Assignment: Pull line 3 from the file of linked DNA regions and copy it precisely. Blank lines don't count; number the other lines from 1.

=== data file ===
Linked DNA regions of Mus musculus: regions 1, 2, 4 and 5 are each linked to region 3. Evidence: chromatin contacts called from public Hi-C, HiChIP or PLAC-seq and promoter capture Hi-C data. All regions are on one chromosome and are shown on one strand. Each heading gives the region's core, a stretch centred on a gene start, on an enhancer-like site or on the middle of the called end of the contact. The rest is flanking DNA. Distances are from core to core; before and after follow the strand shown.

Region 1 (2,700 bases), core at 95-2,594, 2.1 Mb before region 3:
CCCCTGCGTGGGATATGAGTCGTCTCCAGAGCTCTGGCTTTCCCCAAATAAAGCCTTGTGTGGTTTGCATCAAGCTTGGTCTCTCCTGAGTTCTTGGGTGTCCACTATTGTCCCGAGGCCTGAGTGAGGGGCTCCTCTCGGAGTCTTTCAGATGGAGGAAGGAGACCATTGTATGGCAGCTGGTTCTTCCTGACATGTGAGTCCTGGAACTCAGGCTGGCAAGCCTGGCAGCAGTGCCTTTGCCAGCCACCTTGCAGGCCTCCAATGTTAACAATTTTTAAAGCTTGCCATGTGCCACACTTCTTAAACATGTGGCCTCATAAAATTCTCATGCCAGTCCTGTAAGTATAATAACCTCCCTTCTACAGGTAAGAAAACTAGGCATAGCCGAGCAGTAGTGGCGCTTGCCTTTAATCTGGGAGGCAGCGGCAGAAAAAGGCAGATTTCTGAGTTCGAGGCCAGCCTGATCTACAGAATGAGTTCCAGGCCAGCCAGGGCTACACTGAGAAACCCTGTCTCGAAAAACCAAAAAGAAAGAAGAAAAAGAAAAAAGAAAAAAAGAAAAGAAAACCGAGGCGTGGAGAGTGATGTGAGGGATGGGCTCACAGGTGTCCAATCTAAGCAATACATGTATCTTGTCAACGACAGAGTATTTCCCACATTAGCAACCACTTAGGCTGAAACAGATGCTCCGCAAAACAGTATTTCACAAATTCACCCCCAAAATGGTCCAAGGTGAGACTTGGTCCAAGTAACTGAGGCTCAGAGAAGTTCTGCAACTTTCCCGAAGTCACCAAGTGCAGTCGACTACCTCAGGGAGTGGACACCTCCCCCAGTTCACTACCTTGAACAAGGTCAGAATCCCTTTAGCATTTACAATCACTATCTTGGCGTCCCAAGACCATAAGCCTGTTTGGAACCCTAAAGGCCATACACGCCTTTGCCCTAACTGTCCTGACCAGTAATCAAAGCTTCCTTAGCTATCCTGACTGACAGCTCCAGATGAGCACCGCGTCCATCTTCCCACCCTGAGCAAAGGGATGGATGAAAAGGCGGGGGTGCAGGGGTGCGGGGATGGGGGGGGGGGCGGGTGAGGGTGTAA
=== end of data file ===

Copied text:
CCCCTGCGTGGGATATGAGTCGTCTCCAGAGCTCTGGCTTTCCCCAAATAAAGCCTTGTGTGGTTTGCATCAAGCTTGGTCTCTCCTGAGTTCTTGGGTGTCCACTATTGTCCCGAGGCCTGAGTGAGGGGCTCCTCTCGGAGTCTTTCAGATGGAGGAAGGAGACCATTGTATGGCAGCTGGTTCTTCCTGACATGTGAGTCCTGGAACTCAGGCTGGCAAGCCTGGCAGCAGTGCCTTTGCCAGCCACCTTGCAGGCCTCCAATGTTAACAATTTTTAAAGCTTGCCATGTGCCACACTTCTTAAACATGTGGCCTCATAAAATTCTCATGCCAGTCCTGTAAGTATAATAACCTCCCTTCTACAGGTAAGAAAACTAGGCATAGCCGAGCAGTAGTGGCGCTTGCCTTTAATCTGGGAGGCAGCGGCAGAAAAAGGCAGATTTCTGAGTTCGAGGCCAGCCTGATCTACAGAATGAGTTCCAGGCCAGCCAGGGCTACACTGAGAAACCCTGTCTCGAAAAACCAAAAAGAAAGAAGAAAAAGAAAAAAGAAAAAAAGAAAAGAAAACCGAGGCGTGGAGAGTGATGTGAGGGATGGGCTCACAGGTGTCCAATCTAAGCAATACATGTATCTTGTCAACGACAGAGTATTTCCCACATTAGCAACCACTTAGGCTGAAACAGATGCTCCGCAAAACAGTATTTCACAAATTCACCCCCAAAATGGTCCAAGGTGAGACTTGGTCCAAGTAACTGAGGCTCAGAGAAGTTCTGCAACTTTCCCGAAGTCACCAAGTGCAGTCGACTACCTCAGGGAGTGGACACCTCCCCCAGTTCACTACCTTGAACAAGGTCAGAATCCCTTTAGCATTTACAATCACTATCTTGGCGTCCCAAGACCATAAGCCTGTTTGGAACCCTAAAGGCCATACACGCCTTTGCCCTAACTGTCCTGACCAGTAATCAAAGCTTCCTTAGCTATCCTGACTGACAGCTCCAGATGAGCACCGCGTCCATCTTCCCACCCTGAGCAAAGGGATGGATGAAAAGGCGGGGGTGCAGGGGTGCGGGGATGGGGGGGGGGGCGGGTGAGGGTGTAA